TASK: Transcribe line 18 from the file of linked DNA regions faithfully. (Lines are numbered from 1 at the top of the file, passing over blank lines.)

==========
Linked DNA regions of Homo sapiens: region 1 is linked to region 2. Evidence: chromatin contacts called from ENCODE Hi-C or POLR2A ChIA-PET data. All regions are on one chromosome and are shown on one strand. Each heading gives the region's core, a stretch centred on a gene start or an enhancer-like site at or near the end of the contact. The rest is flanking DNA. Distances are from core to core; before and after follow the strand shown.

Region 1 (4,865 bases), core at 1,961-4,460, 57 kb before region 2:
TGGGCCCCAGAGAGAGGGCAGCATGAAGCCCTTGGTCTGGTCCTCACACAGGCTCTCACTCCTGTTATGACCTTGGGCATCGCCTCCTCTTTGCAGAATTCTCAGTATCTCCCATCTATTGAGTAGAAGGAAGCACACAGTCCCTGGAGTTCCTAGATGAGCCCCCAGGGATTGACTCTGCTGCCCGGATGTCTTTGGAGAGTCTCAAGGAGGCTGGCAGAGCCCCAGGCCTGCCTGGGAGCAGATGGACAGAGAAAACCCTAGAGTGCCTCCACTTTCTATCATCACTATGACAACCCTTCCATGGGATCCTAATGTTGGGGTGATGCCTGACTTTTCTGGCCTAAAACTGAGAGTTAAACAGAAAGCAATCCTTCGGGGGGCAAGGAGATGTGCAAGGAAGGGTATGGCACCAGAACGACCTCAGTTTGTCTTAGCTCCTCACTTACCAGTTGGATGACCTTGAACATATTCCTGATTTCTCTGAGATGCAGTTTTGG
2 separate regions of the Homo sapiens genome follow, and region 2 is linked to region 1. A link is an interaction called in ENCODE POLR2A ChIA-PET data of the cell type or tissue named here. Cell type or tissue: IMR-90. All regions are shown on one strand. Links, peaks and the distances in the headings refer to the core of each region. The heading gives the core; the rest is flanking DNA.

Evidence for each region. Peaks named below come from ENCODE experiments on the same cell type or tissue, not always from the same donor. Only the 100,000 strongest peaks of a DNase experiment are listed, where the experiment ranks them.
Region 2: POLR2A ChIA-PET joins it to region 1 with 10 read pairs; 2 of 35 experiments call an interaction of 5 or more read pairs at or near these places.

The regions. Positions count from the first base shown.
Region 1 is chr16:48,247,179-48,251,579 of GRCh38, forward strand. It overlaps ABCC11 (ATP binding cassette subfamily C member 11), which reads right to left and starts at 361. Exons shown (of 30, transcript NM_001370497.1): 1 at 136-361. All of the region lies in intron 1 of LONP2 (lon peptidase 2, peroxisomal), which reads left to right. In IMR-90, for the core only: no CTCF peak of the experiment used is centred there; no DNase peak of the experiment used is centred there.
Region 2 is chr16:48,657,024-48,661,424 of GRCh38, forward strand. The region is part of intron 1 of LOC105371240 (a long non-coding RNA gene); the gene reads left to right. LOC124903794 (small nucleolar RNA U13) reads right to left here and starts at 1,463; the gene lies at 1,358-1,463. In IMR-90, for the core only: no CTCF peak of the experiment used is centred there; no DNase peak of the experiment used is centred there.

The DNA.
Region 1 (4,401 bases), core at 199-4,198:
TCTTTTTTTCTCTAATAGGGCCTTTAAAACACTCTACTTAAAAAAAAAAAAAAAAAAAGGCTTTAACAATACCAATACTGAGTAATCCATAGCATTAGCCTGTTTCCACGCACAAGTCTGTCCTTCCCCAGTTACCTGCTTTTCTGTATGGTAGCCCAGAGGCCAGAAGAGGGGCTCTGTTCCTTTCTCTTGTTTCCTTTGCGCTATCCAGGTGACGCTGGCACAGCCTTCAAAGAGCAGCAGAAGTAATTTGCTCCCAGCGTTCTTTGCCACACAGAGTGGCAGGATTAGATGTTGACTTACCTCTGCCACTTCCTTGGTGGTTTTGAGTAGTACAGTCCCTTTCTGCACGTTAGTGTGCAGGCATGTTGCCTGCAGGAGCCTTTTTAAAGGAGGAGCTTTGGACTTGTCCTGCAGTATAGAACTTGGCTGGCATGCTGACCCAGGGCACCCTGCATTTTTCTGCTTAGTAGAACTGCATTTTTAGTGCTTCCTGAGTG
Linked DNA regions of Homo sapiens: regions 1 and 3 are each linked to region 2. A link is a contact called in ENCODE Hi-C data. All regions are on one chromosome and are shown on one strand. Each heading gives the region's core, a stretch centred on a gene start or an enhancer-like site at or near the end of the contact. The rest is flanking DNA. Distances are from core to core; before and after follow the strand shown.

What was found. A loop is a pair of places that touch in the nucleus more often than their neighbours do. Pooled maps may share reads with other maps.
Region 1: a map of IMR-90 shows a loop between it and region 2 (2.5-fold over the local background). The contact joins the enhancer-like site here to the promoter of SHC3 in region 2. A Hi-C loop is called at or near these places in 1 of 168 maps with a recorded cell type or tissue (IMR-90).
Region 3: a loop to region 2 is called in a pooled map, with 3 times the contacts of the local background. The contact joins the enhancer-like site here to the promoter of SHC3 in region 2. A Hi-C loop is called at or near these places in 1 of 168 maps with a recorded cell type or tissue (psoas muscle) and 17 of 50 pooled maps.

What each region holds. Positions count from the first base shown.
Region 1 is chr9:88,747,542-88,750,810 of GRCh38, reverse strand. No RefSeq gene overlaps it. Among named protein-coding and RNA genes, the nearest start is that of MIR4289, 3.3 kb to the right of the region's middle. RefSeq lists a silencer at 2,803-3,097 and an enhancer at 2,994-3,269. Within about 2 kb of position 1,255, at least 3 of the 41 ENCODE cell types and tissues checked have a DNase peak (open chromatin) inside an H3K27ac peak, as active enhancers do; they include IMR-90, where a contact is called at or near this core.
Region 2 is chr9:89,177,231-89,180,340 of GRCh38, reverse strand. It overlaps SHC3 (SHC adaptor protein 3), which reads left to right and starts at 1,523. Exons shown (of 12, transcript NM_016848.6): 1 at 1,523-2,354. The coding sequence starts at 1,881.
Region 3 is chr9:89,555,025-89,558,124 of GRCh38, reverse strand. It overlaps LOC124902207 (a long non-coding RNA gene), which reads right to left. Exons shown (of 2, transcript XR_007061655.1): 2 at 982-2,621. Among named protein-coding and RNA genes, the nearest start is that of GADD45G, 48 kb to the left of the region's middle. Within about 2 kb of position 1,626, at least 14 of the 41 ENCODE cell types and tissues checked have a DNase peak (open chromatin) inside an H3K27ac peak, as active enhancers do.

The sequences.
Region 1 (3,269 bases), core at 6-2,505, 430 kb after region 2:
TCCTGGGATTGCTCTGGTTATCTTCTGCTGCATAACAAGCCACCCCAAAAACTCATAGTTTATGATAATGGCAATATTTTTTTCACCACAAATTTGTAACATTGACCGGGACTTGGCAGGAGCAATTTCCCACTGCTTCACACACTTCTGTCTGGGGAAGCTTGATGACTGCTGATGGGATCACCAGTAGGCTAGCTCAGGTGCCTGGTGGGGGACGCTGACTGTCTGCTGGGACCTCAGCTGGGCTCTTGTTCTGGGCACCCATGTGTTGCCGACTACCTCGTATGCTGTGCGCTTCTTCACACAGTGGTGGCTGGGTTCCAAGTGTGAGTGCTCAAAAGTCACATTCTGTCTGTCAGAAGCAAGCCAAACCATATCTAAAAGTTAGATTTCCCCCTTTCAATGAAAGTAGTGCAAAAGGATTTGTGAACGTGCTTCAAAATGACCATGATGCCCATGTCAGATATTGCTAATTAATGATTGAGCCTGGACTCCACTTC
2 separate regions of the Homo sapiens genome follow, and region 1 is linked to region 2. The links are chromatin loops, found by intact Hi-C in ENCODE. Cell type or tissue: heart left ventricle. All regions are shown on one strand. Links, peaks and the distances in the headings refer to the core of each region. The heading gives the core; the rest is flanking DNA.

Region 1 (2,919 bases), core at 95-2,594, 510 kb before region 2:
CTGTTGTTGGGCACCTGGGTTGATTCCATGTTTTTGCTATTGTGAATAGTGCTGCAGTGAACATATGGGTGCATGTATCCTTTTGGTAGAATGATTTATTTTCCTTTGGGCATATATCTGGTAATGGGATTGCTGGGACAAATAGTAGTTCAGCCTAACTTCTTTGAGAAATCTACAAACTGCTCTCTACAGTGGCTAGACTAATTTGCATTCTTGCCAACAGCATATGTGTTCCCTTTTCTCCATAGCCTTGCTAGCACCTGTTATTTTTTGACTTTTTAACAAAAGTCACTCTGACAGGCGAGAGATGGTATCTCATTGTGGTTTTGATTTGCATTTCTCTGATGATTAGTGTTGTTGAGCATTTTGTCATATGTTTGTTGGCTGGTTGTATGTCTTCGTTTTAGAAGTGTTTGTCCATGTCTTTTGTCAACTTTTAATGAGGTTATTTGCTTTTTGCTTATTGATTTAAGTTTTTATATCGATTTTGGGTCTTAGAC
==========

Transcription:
Region 1 is chr9:88,747,542-88,750,810 of GRCh38, reverse strand. No RefSeq gene overlaps it. Among named protein-coding and RNA genes, the nearest start is that of MIR4289, 3.3 kb to the right of the region's middle. RefSeq lists a silencer at 2,803-3,097 and an enhancer at 2,994-3,269. Within about 2 kb of position 1,255, at least 3 of the 41 ENCODE cell types and tissues checked have a DNase peak (open chromatin) inside an H3K27ac peak, as active enhancers do; they include IMR-90, where a contact is called at or near this core.